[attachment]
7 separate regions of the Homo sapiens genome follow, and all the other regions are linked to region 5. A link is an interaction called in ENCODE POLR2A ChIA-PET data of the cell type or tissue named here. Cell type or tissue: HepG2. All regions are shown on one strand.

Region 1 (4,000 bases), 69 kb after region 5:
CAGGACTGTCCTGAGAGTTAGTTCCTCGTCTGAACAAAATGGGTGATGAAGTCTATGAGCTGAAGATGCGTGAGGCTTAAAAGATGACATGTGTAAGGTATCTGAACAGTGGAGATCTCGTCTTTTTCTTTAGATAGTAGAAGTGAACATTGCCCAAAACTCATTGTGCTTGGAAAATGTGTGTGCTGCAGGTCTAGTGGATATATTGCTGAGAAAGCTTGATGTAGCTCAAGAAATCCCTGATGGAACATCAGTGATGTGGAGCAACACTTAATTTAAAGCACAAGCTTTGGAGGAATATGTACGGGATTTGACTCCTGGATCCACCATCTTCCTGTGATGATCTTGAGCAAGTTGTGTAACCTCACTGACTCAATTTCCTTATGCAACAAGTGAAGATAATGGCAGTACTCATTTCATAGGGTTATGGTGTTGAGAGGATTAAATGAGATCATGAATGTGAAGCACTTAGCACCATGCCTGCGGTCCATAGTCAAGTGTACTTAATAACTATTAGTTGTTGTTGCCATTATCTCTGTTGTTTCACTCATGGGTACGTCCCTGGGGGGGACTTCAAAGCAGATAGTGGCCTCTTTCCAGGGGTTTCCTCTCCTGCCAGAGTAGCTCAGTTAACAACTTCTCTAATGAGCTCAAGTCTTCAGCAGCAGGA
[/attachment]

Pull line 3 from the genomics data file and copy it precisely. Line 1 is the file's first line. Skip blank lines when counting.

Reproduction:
CAGGACTGTCCTGAGAGTTAGTTCCTCGTCTGAACAAAATGGGTGATGAAGTCTATGAGCTGAAGATGCGTGAGGCTTAAAAGATGACATGTGTAAGGTATCTGAACAGTGGAGATCTCGTCTTTTTCTTTAGATAGTAGAAGTGAACATTGCCCAAAACTCATTGTGCTTGGAAAATGTGTGTGCTGCAGGTCTAGTGGATATATTGCTGAGAAAGCTTGATGTAGCTCAAGAAATCCCTGATGGAACATCAGTGATGTGGAGCAACACTTAATTTAAAGCACAAGCTTTGGAGGAATATGTACGGGATTTGACTCCTGGATCCACCATCTTCCTGTGATGATCTTGAGCAAGTTGTGTAACCTCACTGACTCAATTTCCTTATGCAACAAGTGAAGATAATGGCAGTACTCATTTCATAGGGTTATGGTGTTGAGAGGATTAAATGAGATCATGAATGTGAAGCACTTAGCACCATGCCTGCGGTCCATAGTCAAGTGTACTTAATAACTATTAGTTGTTGTTGCCATTATCTCTGTTGTTTCACTCATGGGTACGTCCCTGGGGGGGACTTCAAAGCAGATAGTGGCCTCTTTCCAGGGGTTTCCTCTCCTGCCAGAGTAGCTCAGTTAACAACTTCTCTAATGAGCTCAAGTCTTCAGCAGCAGGA